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Legislators send in their bills

February 25, 2011

Local representatives turned in a lot of paperwork leading up to the Feb. 18 deadline for California lawmakers to submit legislation for the 2011-12 session.

The four lawmakers who represent all or parts of Glendale, Burbank and La Cañada Flintridge submitted a combined 93 pieces of legislation. The bills range from the ceremonial — a measure to again make April 24 California Day of Remembrance for the Armenian Genocide — to proposals for overhauling state government in the face of a projected $25.4-billion budget deficit.

Assemblyman Anthony Portantino (D-La Cañada Flintridge) submitted 29 pieces of legislation. The most high-profile so far is the proposed “open carry” ban to stop public displays of unloaded weapons. The legislation was drafted in reaction to demonstrations in recent years in which licensed gun owners gathered to show off their unloaded weapons in protest of restrictive gun possession laws.

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Assemblyman Mike Gatto (D-Silver Lake) submitted 24 measures, six of which would reform the state’s initiative process in various ways. Gatto has said California’s proposition process is out of control and has resulted in flawed laws and unwise state spending requirements.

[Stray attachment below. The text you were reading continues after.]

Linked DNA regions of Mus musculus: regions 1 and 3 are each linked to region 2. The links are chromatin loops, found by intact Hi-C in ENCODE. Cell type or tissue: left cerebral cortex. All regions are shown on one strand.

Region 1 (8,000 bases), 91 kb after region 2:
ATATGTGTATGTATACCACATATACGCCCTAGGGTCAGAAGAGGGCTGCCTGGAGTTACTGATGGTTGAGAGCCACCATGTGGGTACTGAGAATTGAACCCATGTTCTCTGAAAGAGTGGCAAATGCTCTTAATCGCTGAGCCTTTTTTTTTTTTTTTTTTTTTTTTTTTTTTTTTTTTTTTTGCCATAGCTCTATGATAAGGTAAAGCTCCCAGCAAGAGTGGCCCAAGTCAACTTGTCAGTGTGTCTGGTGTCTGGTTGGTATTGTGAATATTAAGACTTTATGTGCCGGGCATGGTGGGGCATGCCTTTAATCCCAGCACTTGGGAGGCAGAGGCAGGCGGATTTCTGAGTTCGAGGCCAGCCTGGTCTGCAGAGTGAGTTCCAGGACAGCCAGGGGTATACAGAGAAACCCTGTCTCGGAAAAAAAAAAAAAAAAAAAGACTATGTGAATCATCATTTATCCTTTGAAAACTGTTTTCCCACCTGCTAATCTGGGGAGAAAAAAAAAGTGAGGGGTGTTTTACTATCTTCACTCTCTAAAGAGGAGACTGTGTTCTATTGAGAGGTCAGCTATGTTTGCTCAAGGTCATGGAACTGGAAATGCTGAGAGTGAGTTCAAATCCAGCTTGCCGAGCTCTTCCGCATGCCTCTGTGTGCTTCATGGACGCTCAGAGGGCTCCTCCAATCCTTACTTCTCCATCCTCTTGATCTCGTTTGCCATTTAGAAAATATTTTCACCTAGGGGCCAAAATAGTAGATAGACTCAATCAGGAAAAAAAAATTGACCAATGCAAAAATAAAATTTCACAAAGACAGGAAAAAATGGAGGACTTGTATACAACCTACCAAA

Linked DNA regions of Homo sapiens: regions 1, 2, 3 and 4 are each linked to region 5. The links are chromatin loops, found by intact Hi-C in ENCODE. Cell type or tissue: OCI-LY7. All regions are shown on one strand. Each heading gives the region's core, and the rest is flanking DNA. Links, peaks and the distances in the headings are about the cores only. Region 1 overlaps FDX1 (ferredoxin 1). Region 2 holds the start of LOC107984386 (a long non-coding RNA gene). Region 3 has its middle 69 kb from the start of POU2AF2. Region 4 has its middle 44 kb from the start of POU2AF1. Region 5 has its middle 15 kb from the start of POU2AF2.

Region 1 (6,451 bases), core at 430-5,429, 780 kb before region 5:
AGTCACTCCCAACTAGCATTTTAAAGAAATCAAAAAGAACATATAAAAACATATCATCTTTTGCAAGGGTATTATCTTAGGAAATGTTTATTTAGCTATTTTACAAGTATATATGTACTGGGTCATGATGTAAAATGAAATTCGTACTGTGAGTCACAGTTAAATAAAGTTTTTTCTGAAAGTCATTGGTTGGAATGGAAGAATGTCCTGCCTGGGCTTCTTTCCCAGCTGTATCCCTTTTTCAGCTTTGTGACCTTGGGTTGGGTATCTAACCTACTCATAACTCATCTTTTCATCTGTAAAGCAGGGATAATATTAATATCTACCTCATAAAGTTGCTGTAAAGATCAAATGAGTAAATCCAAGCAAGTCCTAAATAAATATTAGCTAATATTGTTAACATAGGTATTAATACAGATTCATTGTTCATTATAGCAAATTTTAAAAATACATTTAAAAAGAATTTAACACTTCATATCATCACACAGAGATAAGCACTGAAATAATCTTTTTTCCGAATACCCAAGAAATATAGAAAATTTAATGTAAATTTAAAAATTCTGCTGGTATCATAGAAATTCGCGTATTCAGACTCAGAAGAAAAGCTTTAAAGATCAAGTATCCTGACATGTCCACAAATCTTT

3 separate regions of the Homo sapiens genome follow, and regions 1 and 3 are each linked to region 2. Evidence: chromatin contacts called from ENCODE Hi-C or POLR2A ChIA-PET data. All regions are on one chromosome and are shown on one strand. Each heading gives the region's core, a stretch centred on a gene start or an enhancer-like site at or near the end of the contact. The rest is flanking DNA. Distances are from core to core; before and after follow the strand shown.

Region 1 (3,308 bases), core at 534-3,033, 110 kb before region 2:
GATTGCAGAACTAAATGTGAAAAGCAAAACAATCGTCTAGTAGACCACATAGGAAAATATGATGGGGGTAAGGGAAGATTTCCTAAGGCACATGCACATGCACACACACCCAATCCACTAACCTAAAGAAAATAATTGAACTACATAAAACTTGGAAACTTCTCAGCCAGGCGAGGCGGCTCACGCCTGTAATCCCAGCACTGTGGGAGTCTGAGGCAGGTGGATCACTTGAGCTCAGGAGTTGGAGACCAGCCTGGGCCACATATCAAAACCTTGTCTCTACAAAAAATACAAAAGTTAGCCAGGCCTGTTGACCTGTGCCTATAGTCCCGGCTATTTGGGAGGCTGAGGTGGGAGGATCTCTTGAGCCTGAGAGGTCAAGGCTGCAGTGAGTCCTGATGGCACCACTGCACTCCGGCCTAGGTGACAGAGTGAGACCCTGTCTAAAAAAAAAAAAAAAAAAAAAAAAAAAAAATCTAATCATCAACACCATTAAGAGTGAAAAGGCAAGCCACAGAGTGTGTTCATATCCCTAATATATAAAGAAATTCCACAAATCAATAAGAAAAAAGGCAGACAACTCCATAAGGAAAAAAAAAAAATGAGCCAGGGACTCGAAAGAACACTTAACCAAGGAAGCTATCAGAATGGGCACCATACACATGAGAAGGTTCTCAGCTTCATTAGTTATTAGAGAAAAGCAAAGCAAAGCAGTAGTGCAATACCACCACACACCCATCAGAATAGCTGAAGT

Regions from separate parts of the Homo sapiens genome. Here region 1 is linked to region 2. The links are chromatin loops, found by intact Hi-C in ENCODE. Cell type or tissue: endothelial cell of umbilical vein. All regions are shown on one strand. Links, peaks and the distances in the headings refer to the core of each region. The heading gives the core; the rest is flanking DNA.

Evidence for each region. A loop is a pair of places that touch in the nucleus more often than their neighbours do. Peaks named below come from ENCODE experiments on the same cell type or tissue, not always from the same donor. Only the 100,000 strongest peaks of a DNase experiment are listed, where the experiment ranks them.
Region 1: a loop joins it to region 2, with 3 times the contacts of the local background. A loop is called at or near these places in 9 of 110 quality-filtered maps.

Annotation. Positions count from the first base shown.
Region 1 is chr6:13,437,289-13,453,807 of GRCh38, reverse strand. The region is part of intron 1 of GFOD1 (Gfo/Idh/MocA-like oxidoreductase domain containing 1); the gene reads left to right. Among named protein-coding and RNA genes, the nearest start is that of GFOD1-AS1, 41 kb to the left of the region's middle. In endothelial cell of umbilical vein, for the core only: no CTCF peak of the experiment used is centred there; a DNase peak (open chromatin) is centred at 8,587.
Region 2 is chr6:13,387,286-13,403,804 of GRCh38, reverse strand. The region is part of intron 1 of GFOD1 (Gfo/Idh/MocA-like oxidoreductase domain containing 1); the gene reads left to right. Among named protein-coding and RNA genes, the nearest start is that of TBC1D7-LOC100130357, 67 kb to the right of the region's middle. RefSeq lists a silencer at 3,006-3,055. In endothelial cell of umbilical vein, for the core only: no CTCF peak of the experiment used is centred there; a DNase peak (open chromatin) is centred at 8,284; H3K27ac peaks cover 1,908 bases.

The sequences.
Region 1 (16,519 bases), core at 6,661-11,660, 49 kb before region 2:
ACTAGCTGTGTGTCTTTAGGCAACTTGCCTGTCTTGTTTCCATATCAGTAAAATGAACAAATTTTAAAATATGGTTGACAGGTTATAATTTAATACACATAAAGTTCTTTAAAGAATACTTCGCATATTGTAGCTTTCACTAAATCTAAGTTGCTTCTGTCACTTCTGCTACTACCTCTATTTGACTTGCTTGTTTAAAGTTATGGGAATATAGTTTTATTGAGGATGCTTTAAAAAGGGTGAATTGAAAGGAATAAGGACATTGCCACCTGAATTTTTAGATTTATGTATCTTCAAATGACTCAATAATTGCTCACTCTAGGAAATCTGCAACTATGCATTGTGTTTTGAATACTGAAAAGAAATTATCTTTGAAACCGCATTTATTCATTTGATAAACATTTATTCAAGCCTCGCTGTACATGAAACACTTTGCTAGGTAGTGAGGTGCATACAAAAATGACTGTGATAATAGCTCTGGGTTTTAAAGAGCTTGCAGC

State Sen. Carol Liu (D-La Cañada Flintridge) submitted 20 bills, most regarding education or social-service support for vulnerable people, including foster children and homeless families.

Sen. Bob Huff (R-Diamond Bar) also submitted 20 bills, including one calling for state agencies to review all regulations passed before 1990 to find and eliminate outdated regulations.

Schiff talks political climate change abroad

When Rep. Adam Schiff (D-Burbank) looks at the wave of unrest sweeping through the Middle East and north Africa, he said he sees a new chapter dawning for democracy around the world and a blow to Muslim extremism.

“We may be witnessing something analogous to what we saw with the fall of the Soviet Union,” Schiff said.

He noted the uprisings have reverberated as far away as in China, where officials are dealing with the nascent “Jasmine Revolution” inspired by the revolts in Tunisia and Egypt.

Schiff also said the rapid changes may sow doubts in the Arab world about the fierce anti-Western stance of extreme Muslim organizations.

“The narrative Al Qaeda has could be seriously undercut by people in the Arab world rising up to demand better in their own nations, and achieving it,” he said.

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